This is not, of course, meant to downplay the importance of what the Lovings meant to the United States or race relations or same-sex marriage. Nor is it to deny the many moving moments in the film. But the inertia is made more glaring when something exciting actually happens, like Michael Shannon’s arrival as the Life magazine photographer Grey Villet, who elevates the mood of the whole movie and even gets Richard Loving to laugh, or the arrival on the scene of the lawyers Bernard Cohen of the American Civil Liberties Union (played by Nick Kroll) and his colleague-to-be Phil Hirschkop (Jon Bass), who would eventually argue the Loving case before the Supreme Court. Kroll, in particular, delivers a weird, twitchy performance—but not very far, to be honest, from the Cohen we see in news clips. The two of them are very alive and energized by their pending landmark case. Their unabashed careerism makes them both funny and human.

“Loving” is film about a lot of things, including two simple people causing violent eruptions across the social and legal landscapes. It is a portrait of America at a particular time and place. So is “Billy Lynn’s Long Halftime Walk,” which intends to cause a fierce revolution in the way we see movies. Directed by one of our finest filmmakers, Ang Lee (“The Ice Storm,” “Lust, Caution,” “Sense and Sensibility”), it is based on the novel by Ben Fountain about a hero soldier (Joe Alwyn), who returns from Iraq in the mid-2000s and is thrust into a maelstrom of media exploitation, deal-making, clueless expressions of sympathy and the empty echo of “Thank you for your service.” Bravo Company’s tour of celebrity duty culminates at a Dallas Cowboys game on Thanksgiving, as it performs at halftime with Destiny’s Child (Beyonce’s old group, for readers under the age of 14). The experience is excruciating, for Billy and for us, but what Fountain strives to express in his novel is the dissolving lack of distinction in American media, life and consciousness between what is real and what is not.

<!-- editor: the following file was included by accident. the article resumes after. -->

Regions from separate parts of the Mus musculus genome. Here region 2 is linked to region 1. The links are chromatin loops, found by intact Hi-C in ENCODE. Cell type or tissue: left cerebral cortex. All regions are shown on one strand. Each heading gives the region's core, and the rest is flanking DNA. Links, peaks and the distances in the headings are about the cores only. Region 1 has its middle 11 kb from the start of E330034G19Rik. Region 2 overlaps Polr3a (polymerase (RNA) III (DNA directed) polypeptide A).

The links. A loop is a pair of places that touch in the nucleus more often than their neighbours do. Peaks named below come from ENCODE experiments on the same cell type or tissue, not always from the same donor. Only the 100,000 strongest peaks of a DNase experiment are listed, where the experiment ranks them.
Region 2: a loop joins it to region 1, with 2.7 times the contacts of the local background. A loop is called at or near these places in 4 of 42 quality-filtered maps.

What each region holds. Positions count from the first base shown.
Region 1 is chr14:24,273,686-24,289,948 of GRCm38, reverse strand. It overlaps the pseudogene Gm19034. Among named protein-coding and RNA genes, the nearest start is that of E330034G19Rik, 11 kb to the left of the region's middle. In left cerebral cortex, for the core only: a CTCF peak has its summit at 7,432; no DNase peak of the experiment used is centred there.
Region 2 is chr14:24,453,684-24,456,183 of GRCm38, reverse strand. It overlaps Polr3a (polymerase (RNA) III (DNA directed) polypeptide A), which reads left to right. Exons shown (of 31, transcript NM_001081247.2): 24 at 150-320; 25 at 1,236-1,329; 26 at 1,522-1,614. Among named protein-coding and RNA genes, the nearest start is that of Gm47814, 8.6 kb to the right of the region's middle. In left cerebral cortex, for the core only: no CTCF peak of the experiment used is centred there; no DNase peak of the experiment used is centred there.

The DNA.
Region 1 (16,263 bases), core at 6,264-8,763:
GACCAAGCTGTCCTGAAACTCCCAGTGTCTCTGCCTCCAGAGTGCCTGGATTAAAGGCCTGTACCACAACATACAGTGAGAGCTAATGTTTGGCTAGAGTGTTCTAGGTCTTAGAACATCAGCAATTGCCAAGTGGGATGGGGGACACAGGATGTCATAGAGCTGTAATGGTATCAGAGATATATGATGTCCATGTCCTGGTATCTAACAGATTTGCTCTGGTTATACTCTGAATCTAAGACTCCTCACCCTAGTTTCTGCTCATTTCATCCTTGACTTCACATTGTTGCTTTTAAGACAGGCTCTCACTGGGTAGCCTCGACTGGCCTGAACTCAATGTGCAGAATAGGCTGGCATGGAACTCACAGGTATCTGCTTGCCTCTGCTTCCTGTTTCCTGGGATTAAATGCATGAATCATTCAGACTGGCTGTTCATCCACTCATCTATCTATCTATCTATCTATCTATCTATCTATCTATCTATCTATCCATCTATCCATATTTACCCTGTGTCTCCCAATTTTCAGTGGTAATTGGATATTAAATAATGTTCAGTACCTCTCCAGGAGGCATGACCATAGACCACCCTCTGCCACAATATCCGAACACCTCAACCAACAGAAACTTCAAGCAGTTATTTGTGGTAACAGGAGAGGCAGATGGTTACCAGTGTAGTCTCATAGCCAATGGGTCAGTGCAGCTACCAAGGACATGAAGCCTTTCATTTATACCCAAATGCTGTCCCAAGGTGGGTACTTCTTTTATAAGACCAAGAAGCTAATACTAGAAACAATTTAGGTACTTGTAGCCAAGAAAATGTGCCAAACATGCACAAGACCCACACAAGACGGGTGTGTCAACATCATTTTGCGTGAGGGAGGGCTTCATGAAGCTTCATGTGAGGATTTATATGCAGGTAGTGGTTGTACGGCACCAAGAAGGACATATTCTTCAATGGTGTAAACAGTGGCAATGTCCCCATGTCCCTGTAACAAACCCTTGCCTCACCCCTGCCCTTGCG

This makes the book, and Texas Stadium, something of a perfect laboratory for Lee’s movie, which is more than an experiment and something less than a fully realized cinematic experience, if only because the audience won’t be ready for what it sees. Almost since the beginning of (movie) time, film has been shot at 24 frames a second, a rate that makes comfortable the phenomenon known as persistence of vision (the illusion of action on screen). Lee shot “Billy Lynn” at 120 fps, as well as in 3D and 4K (four times the pixels). Although most audiences will not see the film at higher than a 3D/4K/60 fps presentation (because dual projectors are need to deliver 120, and most theaters do not have them), it is a different thing entirely. Many people will find it too real (“Hobbit” viewers had a similar problem, because that film too was shot at a high frame rate), the image too clean and alive. Some will find it reminiscent of video, soap operas and sports events. Lee, whose cast in “Billy Lynn” includes Kristen Stewart, Steve Martin, Vin Diesel and Garrett Hedlund, has a new palette at his disposal and uses it with intellectual rigor, changing the look of the film to accommodate the emotions he’s after in ways far more dramatic than were possible in the past. During many of the more spectacular scenes, at the halftime show for instance, the immediacy of the action is utterly enthralling. Whether it is cinema is another question, one that will take time to answer.

Is anyone going to watch “Billy Lynn’s Long Halftime Walk” and fully absorb the meaning of the story, the messages it brings about war and warriors and a nation’s responsibilities? No; they are more likely to be dazzled by the spectacle—which, in its own perverse way, captures the message of the novel perfectly.